The Lord is with you in this shadowy valley (Ps. 23:4). You may be angry with him right now. You may not feel his presence in this harrowing place of alarms and antiseptic. But he sees you (Ps. 139:7–10). Christ knows your suffering (Isaiah 53:3–4). Grief and fear drove him, too, to his knees, in that dark garden when the evils of the world bore down upon him (Matt. 26:36–46). He, too, wept over loss (John 11:33–35). Bloodied and abandoned, he endured all our pain on the cross for our sake. He knows your burdens, and draws near to you when your strength falters (Ps. 34:182 Cor. 12:9).

Even amid the cinderblock and stoicism of the hospital hallways, his grace penetrates through, a shaft of light piercing the black waters. Even now, as you agonize over what to do, over what is “right,” he guides you. He offers you a hope that will endure the tumult of this moment. He calls you to follow him, to take up the cross. “Love one another,” he implores. “Just as I have loved you, you also are to love one another” (John 13:34–35).

The decisions that so overwhelm you can still be an instrument of Christian love. When illness silences your parent, you can be his or her voice. You can affirm that as an image bearer of God, he or she has dignity by design, and is worthy of love. You can set aside any bitterness and unrest that simmers in your relationship, and strive to view your parents as God sees them: cherished, forgiven, wonderfully made, and unique, with no precise equal on earth (Ps. 139:13–14Eph. 1:7John 3:16Rom. 8:35).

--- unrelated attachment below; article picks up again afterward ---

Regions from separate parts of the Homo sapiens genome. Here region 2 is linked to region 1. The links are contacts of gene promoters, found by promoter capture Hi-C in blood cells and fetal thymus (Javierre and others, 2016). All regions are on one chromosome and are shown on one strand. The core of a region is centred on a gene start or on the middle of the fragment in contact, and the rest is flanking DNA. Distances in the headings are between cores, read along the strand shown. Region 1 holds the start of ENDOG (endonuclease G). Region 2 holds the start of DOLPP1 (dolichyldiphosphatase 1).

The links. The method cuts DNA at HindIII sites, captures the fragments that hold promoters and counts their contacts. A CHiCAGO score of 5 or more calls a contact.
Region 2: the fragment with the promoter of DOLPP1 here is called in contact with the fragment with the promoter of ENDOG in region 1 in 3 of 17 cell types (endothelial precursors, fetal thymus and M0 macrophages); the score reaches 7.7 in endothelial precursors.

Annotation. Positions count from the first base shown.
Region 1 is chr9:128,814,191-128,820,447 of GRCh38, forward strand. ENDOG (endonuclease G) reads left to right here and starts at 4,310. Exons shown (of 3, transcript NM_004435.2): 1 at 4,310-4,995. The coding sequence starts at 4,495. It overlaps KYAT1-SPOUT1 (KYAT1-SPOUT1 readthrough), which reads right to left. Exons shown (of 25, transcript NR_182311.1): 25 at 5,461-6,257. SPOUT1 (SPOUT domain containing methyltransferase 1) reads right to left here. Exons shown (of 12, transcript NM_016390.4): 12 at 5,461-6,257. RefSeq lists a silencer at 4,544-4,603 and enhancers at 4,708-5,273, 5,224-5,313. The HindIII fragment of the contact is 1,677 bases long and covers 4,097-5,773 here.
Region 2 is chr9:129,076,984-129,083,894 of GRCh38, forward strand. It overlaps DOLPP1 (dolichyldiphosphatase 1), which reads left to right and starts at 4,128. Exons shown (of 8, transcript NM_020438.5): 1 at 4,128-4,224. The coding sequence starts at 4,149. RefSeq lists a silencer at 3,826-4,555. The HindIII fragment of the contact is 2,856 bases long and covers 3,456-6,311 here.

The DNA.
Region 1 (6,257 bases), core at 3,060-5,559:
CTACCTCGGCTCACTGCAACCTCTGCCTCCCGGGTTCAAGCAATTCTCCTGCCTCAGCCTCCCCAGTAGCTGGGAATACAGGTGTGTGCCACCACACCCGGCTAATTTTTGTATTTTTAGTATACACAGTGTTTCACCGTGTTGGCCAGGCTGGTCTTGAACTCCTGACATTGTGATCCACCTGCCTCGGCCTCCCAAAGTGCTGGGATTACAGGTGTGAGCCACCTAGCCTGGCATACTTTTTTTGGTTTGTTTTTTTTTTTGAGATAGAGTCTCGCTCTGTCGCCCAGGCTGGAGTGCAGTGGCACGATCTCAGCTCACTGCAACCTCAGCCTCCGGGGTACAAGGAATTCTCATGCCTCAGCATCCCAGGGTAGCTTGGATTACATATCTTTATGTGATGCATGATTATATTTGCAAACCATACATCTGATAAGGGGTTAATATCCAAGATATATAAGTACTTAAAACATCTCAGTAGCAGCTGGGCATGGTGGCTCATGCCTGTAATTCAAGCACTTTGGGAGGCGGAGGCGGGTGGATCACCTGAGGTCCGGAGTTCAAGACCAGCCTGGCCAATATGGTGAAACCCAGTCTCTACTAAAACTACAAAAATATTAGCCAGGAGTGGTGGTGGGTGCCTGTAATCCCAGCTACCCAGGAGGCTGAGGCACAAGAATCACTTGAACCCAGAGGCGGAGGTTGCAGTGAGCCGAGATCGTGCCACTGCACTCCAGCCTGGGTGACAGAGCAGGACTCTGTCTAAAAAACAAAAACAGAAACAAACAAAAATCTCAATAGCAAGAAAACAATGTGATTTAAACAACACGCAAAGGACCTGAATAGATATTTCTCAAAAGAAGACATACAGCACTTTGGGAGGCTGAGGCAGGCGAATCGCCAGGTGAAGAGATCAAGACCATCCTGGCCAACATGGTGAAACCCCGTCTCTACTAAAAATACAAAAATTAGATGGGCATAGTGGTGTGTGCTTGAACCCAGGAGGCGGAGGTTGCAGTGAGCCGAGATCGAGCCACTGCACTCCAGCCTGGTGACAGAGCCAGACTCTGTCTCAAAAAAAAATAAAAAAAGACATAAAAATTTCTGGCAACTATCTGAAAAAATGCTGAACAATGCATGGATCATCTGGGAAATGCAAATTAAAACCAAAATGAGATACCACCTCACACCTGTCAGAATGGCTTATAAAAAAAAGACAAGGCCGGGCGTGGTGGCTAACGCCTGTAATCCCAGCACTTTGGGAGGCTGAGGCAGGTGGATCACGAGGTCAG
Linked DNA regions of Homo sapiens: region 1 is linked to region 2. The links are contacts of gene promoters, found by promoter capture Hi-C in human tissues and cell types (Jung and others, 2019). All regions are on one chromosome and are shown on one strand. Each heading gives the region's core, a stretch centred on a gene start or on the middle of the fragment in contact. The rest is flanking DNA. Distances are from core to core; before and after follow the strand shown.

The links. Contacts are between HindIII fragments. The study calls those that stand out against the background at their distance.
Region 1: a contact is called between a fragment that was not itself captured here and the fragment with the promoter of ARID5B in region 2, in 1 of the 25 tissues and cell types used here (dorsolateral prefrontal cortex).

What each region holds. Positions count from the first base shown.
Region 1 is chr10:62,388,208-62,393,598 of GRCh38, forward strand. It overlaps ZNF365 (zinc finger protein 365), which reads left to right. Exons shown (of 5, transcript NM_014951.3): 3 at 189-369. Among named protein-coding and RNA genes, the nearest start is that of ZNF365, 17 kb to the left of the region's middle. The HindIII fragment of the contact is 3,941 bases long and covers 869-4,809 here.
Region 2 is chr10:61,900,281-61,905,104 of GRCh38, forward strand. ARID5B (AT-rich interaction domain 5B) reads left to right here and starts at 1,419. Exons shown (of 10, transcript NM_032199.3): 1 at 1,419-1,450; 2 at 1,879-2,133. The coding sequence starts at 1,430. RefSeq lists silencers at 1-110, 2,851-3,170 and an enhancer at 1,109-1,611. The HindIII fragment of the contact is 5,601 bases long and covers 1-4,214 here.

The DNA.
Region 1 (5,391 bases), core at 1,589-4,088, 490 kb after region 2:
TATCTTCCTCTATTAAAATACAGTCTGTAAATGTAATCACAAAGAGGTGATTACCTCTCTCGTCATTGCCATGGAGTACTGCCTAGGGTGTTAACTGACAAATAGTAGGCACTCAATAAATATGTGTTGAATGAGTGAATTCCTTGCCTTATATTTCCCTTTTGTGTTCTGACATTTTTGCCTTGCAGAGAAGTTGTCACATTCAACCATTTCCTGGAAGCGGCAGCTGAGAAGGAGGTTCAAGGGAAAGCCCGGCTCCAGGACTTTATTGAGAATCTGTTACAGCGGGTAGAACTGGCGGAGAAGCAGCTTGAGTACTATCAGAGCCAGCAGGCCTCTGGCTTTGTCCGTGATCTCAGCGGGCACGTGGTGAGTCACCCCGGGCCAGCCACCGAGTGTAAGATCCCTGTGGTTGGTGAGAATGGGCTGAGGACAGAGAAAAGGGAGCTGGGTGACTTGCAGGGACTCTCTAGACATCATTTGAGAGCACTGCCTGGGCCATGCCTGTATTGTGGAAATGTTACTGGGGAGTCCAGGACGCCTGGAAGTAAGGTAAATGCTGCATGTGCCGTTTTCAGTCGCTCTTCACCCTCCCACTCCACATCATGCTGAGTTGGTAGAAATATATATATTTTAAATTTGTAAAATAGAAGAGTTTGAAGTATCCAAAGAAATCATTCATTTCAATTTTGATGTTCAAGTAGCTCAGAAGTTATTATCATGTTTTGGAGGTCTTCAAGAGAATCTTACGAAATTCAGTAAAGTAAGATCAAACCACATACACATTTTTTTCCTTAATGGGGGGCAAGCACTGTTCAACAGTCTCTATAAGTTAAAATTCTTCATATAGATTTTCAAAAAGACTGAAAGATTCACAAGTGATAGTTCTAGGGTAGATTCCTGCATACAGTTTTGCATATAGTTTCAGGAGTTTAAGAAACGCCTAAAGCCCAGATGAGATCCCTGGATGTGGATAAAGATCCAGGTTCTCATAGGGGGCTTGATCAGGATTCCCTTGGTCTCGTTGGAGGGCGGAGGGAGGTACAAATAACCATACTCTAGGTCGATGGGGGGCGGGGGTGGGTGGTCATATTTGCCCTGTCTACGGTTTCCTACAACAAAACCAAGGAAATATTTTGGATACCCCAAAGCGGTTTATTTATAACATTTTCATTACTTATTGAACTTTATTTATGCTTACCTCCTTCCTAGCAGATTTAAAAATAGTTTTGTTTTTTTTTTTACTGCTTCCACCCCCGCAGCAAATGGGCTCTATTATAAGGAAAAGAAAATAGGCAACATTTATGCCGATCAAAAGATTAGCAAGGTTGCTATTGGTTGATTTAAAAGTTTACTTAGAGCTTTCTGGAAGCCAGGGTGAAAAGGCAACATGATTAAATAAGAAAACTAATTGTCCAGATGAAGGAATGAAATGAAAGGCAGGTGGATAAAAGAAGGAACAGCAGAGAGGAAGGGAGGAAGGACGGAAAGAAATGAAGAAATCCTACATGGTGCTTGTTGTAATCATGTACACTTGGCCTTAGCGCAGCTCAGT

As you grapple along the hard road, consider your parent’s mind and heart. Ask yourself who he or she is. What would he or she say, if disease had not stolen speech? God calls us to engage with one another in humility and compassion (Mic. 6:8). Careful thought about the temperament, stories, and passions interwoven into your parent’s life can guide you toward caring for him or her. As we consider such questions, the choices pass from our hands, into those for whom we speak:

  • What matters most to my parent? What drives him in life?
  • What comments has she made in the past regarding end-of-life care, if any?
  • What are his goals? In the short term? For his life in general?